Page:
We used Rai-Ro green wax to fill the hairline gap between the bonnet and fighting compartment of this Lanchester armoured car. Minor inclusions in armour plates and stowage boxes were filled as well. The fillings can be seen as black lines and green patches. Notice that the wax has not spilled out of the filled crack on the bonnet, it can be painted without further sanding or modelling. The green patches on the stowage boxes need to be scraped with a modelling tool to remove excess wax, and the waxed areas are then brushed with silicone remover to prepare them for painting.
Tools & Accessories
- Rai-Ro ZEP-70 Wachsspachtelgerät
- Rai-Ro Filler Wax (green)
- Hylin Engraving Tool
- Soft Toothbrush
- Silicone Remover
A small bar of green filler wax is supplied with the ZEP-70, enough to get started filling small cracks in plastic or metal miniatures. The process is surprisingly easy. Dip the heated spatula into the wax to pick up a small amount of filler wax. Draw the curved tip of the spatula along the crack in the model and notice how the wax flows into it. Capillary action pulls the liquid wax into the seems. Metal models tend to be relatively cold, and the wax may harden near the surface of the crack. If this happens, draw the spatula over the crack once or twice to ensure that the molten wax flows into it nicely.
Filler wax works like magic, it beats regular fillers by a long shot. Chances are, you will never want to use another filler again:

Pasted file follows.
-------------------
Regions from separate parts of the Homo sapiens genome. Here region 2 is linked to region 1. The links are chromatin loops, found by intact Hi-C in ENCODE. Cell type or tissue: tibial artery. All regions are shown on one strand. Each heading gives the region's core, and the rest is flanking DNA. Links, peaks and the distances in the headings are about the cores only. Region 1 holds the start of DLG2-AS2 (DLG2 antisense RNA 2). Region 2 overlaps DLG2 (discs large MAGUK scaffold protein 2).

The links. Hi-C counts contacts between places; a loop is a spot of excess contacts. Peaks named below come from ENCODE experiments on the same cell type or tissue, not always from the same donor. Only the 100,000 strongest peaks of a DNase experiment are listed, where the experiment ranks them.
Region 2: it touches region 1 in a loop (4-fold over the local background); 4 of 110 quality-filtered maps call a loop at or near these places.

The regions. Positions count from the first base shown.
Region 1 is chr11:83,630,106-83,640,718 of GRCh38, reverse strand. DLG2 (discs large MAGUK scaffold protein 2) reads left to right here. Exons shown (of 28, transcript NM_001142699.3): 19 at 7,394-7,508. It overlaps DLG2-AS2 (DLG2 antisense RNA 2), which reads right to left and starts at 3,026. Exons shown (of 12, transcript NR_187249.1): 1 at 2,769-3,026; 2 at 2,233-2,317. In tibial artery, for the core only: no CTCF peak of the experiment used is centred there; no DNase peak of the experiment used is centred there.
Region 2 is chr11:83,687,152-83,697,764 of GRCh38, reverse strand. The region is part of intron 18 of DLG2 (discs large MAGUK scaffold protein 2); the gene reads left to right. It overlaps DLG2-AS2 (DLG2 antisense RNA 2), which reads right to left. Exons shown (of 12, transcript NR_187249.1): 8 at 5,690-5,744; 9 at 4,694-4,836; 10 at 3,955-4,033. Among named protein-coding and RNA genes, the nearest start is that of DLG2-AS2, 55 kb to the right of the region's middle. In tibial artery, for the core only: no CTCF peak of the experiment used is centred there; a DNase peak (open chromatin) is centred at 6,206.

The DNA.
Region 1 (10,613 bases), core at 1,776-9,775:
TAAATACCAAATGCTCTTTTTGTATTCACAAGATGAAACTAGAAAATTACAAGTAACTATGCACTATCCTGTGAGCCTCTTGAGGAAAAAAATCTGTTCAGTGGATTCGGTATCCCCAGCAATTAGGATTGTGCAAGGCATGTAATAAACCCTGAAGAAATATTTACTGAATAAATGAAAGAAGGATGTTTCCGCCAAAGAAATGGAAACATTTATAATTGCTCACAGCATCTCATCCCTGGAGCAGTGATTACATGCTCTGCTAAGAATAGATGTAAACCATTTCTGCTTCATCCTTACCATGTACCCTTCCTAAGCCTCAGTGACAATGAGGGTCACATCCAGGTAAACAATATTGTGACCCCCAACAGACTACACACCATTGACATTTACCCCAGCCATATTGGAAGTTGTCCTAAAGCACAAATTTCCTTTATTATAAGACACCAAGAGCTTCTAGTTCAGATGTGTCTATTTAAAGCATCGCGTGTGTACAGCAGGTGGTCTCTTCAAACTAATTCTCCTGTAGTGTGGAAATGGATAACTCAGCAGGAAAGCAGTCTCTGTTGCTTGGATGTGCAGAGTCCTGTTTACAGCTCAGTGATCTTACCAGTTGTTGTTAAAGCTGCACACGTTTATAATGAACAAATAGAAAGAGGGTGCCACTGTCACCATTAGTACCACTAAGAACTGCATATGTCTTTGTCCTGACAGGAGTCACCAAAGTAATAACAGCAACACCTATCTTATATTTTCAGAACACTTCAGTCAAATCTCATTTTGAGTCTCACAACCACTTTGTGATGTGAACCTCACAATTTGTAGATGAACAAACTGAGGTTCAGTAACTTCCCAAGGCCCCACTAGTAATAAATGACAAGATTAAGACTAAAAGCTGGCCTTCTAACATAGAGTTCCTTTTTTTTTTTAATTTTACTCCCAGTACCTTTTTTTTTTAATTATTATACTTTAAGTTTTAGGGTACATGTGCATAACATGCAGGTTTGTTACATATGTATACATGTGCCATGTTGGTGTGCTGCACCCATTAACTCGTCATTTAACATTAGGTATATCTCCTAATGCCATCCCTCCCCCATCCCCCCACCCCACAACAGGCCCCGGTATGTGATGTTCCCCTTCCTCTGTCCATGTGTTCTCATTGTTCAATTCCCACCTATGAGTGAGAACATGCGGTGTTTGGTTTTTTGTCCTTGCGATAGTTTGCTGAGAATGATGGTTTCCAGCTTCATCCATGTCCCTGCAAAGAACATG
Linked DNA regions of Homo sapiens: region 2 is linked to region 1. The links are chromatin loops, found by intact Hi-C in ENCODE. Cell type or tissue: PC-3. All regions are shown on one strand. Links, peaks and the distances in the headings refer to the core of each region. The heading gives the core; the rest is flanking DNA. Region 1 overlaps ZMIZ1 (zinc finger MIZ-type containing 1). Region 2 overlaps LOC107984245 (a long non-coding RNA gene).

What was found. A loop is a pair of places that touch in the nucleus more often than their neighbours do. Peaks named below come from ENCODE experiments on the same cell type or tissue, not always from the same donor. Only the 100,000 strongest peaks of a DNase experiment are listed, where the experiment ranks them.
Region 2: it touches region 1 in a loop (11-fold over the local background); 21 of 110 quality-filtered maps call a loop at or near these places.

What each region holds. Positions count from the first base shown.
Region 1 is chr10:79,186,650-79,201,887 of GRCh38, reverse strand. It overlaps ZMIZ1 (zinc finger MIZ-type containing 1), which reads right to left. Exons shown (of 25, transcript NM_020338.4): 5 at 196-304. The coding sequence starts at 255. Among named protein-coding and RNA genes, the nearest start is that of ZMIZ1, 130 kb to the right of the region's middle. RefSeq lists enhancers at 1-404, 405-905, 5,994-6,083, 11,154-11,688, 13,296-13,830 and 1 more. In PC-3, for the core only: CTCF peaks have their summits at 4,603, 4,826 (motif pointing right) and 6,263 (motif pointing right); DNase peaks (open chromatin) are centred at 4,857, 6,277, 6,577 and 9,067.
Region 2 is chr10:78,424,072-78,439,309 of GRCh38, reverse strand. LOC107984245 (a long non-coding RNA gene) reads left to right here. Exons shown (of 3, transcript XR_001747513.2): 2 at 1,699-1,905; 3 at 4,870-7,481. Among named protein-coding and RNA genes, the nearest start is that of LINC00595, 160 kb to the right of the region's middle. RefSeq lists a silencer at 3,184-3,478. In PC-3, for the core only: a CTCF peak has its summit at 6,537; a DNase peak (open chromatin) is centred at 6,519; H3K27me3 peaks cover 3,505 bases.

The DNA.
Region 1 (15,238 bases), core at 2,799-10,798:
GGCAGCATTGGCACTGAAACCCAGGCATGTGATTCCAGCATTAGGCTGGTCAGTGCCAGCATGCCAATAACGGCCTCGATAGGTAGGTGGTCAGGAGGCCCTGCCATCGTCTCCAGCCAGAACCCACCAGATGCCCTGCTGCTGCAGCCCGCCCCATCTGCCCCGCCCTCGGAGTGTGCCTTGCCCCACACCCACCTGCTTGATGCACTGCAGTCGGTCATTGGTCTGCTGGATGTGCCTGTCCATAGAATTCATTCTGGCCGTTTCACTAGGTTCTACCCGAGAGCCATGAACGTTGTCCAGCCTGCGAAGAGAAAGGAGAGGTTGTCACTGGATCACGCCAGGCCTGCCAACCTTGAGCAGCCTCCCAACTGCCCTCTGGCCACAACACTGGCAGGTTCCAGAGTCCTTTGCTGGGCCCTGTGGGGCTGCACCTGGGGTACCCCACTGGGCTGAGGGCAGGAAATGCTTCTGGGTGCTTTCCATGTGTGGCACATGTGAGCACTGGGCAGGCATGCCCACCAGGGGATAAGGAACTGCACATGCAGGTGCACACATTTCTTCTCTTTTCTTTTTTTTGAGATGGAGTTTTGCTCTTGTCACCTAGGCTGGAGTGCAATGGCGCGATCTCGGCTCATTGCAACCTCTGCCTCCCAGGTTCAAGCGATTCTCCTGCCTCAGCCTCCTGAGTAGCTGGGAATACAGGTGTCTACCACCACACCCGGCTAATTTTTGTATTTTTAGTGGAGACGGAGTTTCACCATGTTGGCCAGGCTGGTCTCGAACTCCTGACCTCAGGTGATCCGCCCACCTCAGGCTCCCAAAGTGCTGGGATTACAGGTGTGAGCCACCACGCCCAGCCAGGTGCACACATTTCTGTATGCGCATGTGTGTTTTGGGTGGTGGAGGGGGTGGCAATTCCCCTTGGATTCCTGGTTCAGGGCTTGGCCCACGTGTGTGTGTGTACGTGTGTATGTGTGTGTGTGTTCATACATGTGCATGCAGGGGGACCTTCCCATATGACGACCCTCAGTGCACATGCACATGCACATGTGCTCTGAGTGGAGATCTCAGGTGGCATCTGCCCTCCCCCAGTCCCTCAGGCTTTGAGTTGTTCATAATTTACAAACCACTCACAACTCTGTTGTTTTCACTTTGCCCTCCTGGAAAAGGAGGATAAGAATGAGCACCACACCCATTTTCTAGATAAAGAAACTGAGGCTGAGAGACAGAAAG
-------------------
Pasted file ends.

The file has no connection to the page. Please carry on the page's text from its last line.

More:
- Filler wax is quick and easy to apply, it flows directly into the crack without covering adjacent areas. Regular fillers need to be worked into cracks carefully, to ensure that no air pockets are left.
- Filler wax hardens immediately. Regular fillers can take many hours to harden before they may be sculpted and sanded again.
- Filler wax does not shrink. Regular fillers shrink and crack as they dry, especially if large holes and cracks are filled.
- Capillary action confines the liquid wax to the crack being filled. Excess wax forms a semi-round dam above the crack, and this built-up may be scraped off easily with a modelling tool. Regular fillers are often smeared over other parts of the model, covering or dissolving the detail there.
- Filler wax may be sanded with abrasive fleece which does not destroy surface detail surrounding the filled area. Regular fillers form a needlessly hard surface, and they require vigorous sanding. Loss of important surface detail is standard operating procedure, and modellers spend an enormous amount of time reconstructing the damaged areas.
- Filler wax is not hot enough to destroy surface detail. Regular fillers may contain solvents which attack plastic surfaces, causing serious damage.
At the time of writing, Rai-Ro green wax is the fastest and most effective filler for hairline cracks, small gaps and holes in scale models.